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OVAC announces annual Fellowship Awards

By Darla Shelden, City Sentinel Reporter —

OKLAHOMA CITY – Each year the Oklahoma Visual Arts Coalition (OVAC)presents two Oklahoma Visual Arts Fellowship awards of $5,000 each to individual Oklahoma artists. Additionally, two Student Fellowship Awards of $500 are given to two individuals who attend school in Oklahoma.

The Fellowship Awards are given to reward qualified artists with outstanding vision and are chosen by a guest curator from applications submitted by the artists.

OVAC works to support Oklahoma’s professional visual artists, and these awards are intended to recognize past achievements and future promise and can be used as the artists’ needs require.

“The Fellowship and Student Fellowship Awards honor these artists’ achievements and offer financial support for visual artists here in Oklahoma,” said Krystle Kaye OVAC’s Executive Director. “We are so proud of these artists and we look forward to the next chapter in their careers.”

The guest curator for this year’s Fellowship is Dylan Turk, co-founder and curator of KIN, a creative consulting company, and the Special Projects Editor of Architecture and Design at Crystal Bridges Museum of Art in Bentonville, Arkansas.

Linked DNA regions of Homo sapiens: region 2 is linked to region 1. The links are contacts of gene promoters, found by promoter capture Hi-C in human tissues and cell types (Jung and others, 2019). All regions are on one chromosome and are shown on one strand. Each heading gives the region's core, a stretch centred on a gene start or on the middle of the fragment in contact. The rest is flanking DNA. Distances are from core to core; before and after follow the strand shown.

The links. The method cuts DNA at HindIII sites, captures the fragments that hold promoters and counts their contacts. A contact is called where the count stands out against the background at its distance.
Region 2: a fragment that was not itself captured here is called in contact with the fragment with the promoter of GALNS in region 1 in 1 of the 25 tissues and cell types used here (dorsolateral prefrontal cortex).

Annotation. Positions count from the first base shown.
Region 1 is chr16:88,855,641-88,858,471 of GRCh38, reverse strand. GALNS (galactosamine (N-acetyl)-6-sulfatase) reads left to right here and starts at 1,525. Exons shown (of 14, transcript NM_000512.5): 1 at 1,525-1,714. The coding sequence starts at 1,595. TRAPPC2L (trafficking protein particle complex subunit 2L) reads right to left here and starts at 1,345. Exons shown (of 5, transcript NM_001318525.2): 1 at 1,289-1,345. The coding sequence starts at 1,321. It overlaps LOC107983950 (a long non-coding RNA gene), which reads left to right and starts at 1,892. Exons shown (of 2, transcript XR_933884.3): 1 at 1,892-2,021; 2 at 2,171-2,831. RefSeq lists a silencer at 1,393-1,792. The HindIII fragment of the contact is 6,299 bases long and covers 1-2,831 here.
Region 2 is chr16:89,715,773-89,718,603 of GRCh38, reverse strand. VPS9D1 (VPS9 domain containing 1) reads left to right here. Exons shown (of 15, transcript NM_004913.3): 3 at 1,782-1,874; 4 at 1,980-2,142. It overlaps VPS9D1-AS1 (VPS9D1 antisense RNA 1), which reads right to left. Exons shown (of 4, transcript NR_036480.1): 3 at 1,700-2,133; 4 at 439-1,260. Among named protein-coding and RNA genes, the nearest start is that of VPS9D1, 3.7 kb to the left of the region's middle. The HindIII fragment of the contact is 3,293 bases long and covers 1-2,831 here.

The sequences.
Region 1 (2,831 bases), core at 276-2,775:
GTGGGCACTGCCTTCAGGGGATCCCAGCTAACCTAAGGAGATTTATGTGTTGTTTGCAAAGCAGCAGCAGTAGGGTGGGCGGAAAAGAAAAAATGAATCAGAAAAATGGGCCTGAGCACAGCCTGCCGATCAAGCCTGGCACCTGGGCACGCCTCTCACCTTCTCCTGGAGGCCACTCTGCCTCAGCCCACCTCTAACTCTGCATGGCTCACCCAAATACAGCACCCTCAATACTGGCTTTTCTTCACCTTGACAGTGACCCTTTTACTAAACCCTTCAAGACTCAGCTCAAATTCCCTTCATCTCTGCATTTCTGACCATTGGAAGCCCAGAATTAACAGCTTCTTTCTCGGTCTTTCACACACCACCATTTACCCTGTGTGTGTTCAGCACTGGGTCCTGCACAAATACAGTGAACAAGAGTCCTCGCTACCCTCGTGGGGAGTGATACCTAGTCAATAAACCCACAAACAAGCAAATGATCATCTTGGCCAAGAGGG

Turkworked in a small gallery before serving as a curator at Crystal Bridges Museum of American Art. His vision for how art should be experienced led to many exhibits, permanent installations, publications, and national lectures.

“Artists help us see where we’ve come from, the beauty and realities of the present, and inspire us for a better and more beautiful tomorrow,” Turk said. “These four artists are exceptional examples of the people that make up the great state of Oklahoma.”

The selected 2021 OVAC Fellows are Jason Cytacki (Norman) and Skip Hill (Tulsa). The Student Fellows are Dimana Bazrbashi (Oklahoma City; The University of Oklahoma) and Claire Dabney (Stillwater; Oklahoma State University).  

The funds are unrestricted so the artists may use them however they like. In addition to the funding, the artists and their work will be showcased in profile videos and promoted by OVAC throughout the year.